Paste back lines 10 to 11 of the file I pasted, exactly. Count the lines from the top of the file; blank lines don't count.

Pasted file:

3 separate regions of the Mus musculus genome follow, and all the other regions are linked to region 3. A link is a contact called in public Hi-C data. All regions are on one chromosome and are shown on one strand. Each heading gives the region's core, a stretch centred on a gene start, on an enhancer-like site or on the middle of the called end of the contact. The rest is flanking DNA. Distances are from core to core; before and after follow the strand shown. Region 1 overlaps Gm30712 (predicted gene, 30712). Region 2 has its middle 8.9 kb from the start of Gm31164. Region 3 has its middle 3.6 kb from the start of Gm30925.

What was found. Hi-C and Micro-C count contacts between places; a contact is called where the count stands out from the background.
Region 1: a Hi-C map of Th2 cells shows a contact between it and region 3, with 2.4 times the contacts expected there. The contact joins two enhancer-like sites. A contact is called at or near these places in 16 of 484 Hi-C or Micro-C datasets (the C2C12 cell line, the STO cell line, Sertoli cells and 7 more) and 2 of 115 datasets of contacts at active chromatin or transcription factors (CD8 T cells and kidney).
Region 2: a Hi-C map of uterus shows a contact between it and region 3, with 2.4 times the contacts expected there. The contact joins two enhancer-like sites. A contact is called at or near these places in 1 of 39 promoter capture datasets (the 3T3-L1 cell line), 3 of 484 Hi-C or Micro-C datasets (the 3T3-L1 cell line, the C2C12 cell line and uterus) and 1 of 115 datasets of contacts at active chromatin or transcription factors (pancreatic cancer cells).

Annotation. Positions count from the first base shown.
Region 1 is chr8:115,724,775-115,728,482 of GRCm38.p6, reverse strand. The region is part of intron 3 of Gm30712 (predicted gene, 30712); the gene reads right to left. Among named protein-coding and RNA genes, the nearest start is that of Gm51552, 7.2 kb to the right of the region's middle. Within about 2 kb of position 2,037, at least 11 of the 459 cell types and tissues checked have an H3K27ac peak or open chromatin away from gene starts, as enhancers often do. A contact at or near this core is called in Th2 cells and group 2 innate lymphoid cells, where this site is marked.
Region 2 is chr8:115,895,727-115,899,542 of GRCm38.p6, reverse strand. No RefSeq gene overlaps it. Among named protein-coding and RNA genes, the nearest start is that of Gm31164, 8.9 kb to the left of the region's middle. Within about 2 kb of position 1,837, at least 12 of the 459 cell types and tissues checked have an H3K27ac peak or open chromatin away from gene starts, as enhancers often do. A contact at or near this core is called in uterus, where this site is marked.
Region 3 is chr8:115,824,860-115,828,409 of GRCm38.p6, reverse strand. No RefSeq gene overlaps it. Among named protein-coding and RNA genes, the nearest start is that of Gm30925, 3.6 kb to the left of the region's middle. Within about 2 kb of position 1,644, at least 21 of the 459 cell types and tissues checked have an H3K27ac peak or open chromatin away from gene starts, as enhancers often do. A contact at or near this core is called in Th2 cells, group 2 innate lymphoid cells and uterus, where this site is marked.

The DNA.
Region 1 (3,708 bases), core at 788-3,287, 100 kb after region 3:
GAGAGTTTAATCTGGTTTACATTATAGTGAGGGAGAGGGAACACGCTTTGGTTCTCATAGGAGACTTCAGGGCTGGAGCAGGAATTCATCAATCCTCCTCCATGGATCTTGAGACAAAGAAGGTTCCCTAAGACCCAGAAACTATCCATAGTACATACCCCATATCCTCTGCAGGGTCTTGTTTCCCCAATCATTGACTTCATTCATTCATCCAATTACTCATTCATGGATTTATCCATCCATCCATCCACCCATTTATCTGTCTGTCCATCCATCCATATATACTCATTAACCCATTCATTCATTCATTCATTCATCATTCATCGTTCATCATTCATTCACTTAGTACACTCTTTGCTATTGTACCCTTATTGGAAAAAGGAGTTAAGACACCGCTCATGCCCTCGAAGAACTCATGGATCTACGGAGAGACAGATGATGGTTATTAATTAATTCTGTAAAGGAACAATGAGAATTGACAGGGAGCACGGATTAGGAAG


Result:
Region 1 (3,708 bases), core at 788-3,287, 100 kb after region 3:
GAGAGTTTAATCTGGTTTACATTATAGTGAGGGAGAGGGAACACGCTTTGGTTCTCATAGGAGACTTCAGGGCTGGAGCAGGAATTCATCAATCCTCCTCCATGGATCTTGAGACAAAGAAGGTTCCCTAAGACCCAGAAACTATCCATAGTACATACCCCATATCCTCTGCAGGGTCTTGTTTCCCCAATCATTGACTTCATTCATTCATCCAATTACTCATTCATGGATTTATCCATCCATCCATCCACCCATTTATCTGTCTGTCCATCCATCCATATATACTCATTAACCCATTCATTCATTCATTCATTCATCATTCATCGTTCATCATTCATTCACTTAGTACACTCTTTGCTATTGTACCCTTATTGGAAAAAGGAGTTAAGACACCGCTCATGCCCTCGAAGAACTCATGGATCTACGGAGAGACAGATGATGGTTATTAATTAATTCTGTAAAGGAACAATGAGAATTGACAGGGAGCACGGATTAGGAAG